Granz's version is that he had heard of Peterson here and there, including recommendations by Coleman Hawkins, Billy Strayhorn and Duke Ellington. When Nat 'King' Cole quit Granz's Jazz at the Philharmonic touring show, Granz said, "I couldn't find anybody that could do the things that he could do. . . I mean the wonderful flexibility that he could bring to every performer. Then I found Oscar."
Oscar Peterson was born in Montreal on August 15, 1925 to parents from the British West Indies. His father, Daniel, was a boatswain and later a porter for the Canadian Pacific Railways, as it was then, who had taught himself to play the portable organ. Daniel Peterson settled not far from St. Antoine St., then a thriving jazz mecca with his wife Olivia John, a cook and housekeeper. They had five children, all of whom learned to play the piano and a brass instrument.
Peterson worked hard, often goaded by his sister Daisy, who was an important influence on him and on many musicians, including another great Montreal pianist, Oliver Jones. "Oscar put in a tremendous amount of rehearsal time," Harold Smith remembers. "He prepared constantly."
His achievements, including recordings, honorary degrees (including a doctorate from Concordia University in 1979), Grammy awards and other honours and distinctions fill pages. He has recorded more than 200 albums, and played live and on recordings with Louis Armstrong, Ella Fitzgerald, Count Basie, Duke Ellington, Dizzy Gillespie, Coleman Hawkins and Charlie Parker.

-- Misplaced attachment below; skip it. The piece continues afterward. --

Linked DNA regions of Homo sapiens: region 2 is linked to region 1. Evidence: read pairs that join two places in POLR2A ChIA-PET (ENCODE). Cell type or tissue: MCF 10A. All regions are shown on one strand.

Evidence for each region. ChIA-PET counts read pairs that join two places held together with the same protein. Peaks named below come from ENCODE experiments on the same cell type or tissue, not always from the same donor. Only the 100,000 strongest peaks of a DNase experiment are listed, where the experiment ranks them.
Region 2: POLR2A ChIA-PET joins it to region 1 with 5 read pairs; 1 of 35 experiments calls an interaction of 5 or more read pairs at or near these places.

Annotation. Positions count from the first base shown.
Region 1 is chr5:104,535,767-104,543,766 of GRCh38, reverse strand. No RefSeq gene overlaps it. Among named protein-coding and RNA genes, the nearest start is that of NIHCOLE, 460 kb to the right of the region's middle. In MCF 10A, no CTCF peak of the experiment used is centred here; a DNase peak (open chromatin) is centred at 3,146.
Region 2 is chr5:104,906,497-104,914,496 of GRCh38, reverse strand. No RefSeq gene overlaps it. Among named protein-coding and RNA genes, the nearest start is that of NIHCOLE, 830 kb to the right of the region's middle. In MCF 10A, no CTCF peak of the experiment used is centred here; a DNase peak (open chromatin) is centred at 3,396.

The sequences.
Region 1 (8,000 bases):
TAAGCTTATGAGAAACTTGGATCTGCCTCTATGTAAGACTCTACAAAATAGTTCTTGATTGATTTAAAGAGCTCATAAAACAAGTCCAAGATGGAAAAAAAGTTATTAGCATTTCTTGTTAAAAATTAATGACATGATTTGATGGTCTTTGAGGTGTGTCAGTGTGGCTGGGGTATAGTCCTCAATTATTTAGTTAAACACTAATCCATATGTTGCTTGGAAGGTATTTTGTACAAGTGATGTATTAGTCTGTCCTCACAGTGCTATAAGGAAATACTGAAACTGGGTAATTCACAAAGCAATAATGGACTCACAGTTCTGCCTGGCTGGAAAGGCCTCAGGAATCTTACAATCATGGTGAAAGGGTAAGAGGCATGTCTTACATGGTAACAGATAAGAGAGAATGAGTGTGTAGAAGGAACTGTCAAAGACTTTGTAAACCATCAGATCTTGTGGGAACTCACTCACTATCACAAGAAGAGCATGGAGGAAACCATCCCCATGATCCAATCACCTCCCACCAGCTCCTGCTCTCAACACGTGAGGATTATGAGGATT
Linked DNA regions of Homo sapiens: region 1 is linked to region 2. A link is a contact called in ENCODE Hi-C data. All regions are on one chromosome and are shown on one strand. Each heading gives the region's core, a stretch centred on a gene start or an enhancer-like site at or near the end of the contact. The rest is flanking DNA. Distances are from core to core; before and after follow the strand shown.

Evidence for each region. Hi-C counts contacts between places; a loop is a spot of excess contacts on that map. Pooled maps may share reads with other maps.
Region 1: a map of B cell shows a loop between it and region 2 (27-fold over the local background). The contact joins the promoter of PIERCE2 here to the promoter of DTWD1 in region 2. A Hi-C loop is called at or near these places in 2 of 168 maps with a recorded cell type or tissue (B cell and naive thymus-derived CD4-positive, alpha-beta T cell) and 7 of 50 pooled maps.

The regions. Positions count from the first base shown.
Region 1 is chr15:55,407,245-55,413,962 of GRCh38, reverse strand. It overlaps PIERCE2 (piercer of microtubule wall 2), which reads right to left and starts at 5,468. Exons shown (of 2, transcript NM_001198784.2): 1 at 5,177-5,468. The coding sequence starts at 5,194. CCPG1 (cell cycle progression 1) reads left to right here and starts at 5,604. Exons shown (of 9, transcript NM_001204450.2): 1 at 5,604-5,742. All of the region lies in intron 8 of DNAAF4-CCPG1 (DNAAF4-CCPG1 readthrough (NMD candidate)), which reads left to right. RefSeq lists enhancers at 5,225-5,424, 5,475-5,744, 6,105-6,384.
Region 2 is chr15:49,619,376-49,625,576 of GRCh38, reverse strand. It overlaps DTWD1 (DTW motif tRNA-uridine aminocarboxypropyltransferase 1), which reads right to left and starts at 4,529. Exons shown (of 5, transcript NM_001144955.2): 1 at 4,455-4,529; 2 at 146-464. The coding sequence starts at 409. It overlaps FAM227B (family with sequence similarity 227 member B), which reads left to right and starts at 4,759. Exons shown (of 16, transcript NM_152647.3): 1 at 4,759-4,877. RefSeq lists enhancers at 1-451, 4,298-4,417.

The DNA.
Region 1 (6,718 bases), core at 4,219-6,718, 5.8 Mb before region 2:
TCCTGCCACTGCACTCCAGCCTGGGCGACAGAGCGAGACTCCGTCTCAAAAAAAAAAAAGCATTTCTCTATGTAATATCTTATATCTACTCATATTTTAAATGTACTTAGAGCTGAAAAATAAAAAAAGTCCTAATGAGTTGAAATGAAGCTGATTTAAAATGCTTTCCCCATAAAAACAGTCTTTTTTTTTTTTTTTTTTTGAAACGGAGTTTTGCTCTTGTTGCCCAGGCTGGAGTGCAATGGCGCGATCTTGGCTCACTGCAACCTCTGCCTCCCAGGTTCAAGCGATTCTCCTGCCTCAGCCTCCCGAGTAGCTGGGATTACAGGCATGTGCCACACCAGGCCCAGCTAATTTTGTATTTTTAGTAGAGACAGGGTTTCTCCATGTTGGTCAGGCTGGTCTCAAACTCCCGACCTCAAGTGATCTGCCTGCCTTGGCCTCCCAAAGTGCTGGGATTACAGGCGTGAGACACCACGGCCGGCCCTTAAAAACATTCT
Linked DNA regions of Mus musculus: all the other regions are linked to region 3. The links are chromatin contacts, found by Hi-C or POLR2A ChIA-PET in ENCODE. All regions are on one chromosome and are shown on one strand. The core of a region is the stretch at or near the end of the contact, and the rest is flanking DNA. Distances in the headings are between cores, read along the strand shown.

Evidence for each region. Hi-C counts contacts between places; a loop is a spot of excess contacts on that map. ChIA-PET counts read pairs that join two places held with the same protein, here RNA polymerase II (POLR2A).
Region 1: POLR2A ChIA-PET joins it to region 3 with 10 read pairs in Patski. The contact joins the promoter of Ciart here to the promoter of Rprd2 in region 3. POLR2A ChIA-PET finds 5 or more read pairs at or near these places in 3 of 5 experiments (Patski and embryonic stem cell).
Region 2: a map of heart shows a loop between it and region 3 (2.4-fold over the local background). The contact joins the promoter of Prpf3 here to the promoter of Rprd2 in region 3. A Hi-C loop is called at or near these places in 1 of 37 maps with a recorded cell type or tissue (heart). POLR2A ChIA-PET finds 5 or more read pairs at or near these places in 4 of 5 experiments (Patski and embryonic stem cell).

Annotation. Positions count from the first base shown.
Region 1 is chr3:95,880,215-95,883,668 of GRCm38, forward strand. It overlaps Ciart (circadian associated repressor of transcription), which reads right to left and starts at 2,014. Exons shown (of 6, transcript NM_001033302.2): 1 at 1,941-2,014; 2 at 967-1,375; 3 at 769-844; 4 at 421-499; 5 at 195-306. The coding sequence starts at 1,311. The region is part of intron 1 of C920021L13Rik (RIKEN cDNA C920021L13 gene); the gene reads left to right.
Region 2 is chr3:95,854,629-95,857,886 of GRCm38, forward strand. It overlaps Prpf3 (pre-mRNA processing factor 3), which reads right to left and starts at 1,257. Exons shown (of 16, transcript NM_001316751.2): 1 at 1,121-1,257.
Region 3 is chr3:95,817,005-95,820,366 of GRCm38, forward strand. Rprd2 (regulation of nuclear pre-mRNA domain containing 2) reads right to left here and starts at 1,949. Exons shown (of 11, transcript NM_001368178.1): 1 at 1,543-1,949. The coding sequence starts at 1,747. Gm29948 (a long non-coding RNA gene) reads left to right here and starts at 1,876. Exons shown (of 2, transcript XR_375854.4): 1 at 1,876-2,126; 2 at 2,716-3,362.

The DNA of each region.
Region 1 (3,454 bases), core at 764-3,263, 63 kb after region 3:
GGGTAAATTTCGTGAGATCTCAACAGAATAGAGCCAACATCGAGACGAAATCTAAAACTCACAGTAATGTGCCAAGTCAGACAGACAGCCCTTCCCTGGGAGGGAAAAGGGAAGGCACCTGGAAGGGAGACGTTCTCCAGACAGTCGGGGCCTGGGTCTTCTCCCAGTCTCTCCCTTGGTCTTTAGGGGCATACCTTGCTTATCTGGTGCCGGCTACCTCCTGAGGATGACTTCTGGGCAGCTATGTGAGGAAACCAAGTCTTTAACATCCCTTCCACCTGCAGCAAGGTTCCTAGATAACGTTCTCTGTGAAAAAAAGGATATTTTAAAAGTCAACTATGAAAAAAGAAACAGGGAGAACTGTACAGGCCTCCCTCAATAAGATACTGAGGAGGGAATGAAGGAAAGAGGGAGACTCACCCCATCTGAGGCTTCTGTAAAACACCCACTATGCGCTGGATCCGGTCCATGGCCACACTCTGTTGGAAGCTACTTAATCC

He's a composer, too, of Hymn to Freedom, for the civil rights movement, and The Canadiana Suite, for his native country. The full scope of Peterson's achievements with be celebrated in a National Library exhibit of its Oscar Peterson archives, planned for April 2000.
At the age of 78, he has recovered fairly well from a stroke he suffered last year, and is still full of plans; the recent neo-swing phenomenon is a misrepresentation of the music he feels compelled to rectify. He has also received a commission from the Canadian government for a composition to celebrate the Trans-Canada Trail.